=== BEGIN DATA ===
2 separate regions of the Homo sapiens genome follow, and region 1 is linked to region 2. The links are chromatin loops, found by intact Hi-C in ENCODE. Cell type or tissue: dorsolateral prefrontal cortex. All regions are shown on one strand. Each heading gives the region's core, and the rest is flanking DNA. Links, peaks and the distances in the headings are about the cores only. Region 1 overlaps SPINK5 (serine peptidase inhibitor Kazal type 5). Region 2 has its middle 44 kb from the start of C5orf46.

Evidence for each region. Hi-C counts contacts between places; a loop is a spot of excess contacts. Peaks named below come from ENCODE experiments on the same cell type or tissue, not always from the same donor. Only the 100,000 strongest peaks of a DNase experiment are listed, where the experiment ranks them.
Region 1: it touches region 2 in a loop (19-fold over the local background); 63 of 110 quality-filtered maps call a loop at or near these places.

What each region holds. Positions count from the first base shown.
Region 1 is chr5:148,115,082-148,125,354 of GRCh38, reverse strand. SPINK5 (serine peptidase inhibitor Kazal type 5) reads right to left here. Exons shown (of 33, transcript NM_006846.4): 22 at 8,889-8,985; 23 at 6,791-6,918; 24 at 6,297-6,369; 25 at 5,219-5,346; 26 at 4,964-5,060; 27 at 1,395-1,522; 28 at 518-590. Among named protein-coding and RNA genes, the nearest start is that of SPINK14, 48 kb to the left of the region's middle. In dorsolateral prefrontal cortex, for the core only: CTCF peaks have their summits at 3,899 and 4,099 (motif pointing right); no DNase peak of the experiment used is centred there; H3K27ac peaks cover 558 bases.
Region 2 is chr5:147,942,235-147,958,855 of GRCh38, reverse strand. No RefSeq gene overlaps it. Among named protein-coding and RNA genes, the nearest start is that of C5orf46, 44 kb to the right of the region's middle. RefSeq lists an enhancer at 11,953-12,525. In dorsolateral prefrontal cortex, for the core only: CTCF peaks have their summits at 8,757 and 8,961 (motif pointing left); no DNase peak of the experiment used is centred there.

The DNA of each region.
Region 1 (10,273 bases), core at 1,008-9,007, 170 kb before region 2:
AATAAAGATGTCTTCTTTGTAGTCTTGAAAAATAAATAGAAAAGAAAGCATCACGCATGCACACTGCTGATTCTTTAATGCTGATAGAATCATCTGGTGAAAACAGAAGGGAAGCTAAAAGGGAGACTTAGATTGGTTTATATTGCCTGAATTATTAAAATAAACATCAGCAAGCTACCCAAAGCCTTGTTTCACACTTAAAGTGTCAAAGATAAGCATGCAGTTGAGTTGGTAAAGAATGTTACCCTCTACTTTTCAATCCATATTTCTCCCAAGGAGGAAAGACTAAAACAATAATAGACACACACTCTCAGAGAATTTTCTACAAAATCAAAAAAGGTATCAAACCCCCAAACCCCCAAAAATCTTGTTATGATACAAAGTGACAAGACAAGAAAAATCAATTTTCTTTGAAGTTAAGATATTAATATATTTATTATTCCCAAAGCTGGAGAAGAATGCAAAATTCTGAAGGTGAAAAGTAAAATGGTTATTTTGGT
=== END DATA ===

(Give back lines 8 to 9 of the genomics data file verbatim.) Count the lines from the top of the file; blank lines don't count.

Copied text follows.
Region 1 (10,273 bases), core at 1,008-9,007, 170 kb before region 2:
AATAAAGATGTCTTCTTTGTAGTCTTGAAAAATAAATAGAAAAGAAAGCATCACGCATGCACACTGCTGATTCTTTAATGCTGATAGAATCATCTGGTGAAAACAGAAGGGAAGCTAAAAGGGAGACTTAGATTGGTTTATATTGCCTGAATTATTAAAATAAACATCAGCAAGCTACCCAAAGCCTTGTTTCACACTTAAAGTGTCAAAGATAAGCATGCAGTTGAGTTGGTAAAGAATGTTACCCTCTACTTTTCAATCCATATTTCTCCCAAGGAGGAAAGACTAAAACAATAATAGACACACACTCTCAGAGAATTTTCTACAAAATCAAAAAAGGTATCAAACCCCCAAACCCCCAAAAATCTTGTTATGATACAAAGTGACAAGACAAGAAAAATCAATTTTCTTTGAAGTTAAGATATTAATATATTTATTATTCCCAAAGCTGGAGAAGAATGCAAAATTCTGAAGGTGAAAAGTAAAATGGTTATTTTGGT